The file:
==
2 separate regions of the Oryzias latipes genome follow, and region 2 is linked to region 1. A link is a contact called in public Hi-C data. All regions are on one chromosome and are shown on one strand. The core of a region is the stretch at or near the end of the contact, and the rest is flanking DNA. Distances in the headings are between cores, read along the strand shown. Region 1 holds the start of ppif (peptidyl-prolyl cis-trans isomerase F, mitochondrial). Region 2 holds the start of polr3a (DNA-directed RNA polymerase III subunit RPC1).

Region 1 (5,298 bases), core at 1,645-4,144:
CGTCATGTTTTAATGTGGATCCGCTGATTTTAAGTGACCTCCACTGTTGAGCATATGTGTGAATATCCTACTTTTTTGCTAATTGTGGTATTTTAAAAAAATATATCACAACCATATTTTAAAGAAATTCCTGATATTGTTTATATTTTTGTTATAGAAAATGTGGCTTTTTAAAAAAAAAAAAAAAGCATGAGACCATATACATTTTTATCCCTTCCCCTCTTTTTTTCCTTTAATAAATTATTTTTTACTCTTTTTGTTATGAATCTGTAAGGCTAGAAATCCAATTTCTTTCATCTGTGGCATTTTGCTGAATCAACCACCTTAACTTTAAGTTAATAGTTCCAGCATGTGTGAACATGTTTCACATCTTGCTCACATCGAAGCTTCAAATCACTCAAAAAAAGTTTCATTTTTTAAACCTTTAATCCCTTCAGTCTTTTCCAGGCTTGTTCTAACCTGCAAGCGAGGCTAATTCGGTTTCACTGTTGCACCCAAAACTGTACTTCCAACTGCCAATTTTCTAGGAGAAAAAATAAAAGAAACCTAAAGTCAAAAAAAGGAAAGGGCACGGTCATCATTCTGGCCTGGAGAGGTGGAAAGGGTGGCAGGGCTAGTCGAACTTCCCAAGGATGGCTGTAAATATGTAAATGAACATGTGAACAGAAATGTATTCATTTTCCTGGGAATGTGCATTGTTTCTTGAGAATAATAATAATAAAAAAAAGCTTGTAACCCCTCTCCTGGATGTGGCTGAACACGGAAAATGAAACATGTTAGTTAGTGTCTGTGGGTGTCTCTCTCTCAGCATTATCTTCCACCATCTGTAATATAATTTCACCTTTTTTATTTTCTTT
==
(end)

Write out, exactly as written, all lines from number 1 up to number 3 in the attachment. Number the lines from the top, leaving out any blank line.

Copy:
2 separate regions of the Oryzias latipes genome follow, and region 2 is linked to region 1. A link is a contact called in public Hi-C data. All regions are on one chromosome and are shown on one strand. The core of a region is the stretch at or near the end of the contact, and the rest is flanking DNA. Distances in the headings are between cores, read along the strand shown. Region 1 holds the start of ppif (peptidyl-prolyl cis-trans isomerase F, mitochondrial). Region 2 holds the start of polr3a (DNA-directed RNA polymerase III subunit RPC1).

Region 1 (5,298 bases), core at 1,645-4,144:
CGTCATGTTTTAATGTGGATCCGCTGATTTTAAGTGACCTCCACTGTTGAGCATATGTGTGAATATCCTACTTTTTTGCTAATTGTGGTATTTTAAAAAAATATATCACAACCATATTTTAAAGAAATTCCTGATATTGTTTATATTTTTGTTATAGAAAATGTGGCTTTTTAAAAAAAAAAAAAAAGCATGAGACCATATACATTTTTATCCCTTCCCCTCTTTTTTTCCTTTAATAAATTATTTTTTACTCTTTTTGTTATGAATCTGTAAGGCTAGAAATCCAATTTCTTTCATCTGTGGCATTTTGCTGAATCAACCACCTTAACTTTAAGTTAATAGTTCCAGCATGTGTGAACATGTTTCACATCTTGCTCACATCGAAGCTTCAAATCACTCAAAAAAAGTTTCATTTTTTAAACCTTTAATCCCTTCAGTCTTTTCCAGGCTTGTTCTAACCTGCAAGCGAGGCTAATTCGGTTTCACTGTTGCACCCAAAACTGTACTTCCAACTGCCAATTTTCTAGGAGAAAAAATAAAAGAAACCTAAAGTCAAAAAAAGGAAAGGGCACGGTCATCATTCTGGCCTGGAGAGGTGGAAAGGGTGGCAGGGCTAGTCGAACTTCCCAAGGATGGCTGTAAATATGTAAATGAACATGTGAACAGAAATGTATTCATTTTCCTGGGAATGTGCATTGTTTCTTGAGAATAATAATAATAAAAAAAAGCTTGTAACCCCTCTCCTGGATGTGGCTGAACACGGAAAATGAAACATGTTAGTTAGTGTCTGTGGGTGTCTCTCTCTCAGCATTATCTTCCACCATCTGTAATATAATTTCACCTTTTTTATTTTCTTT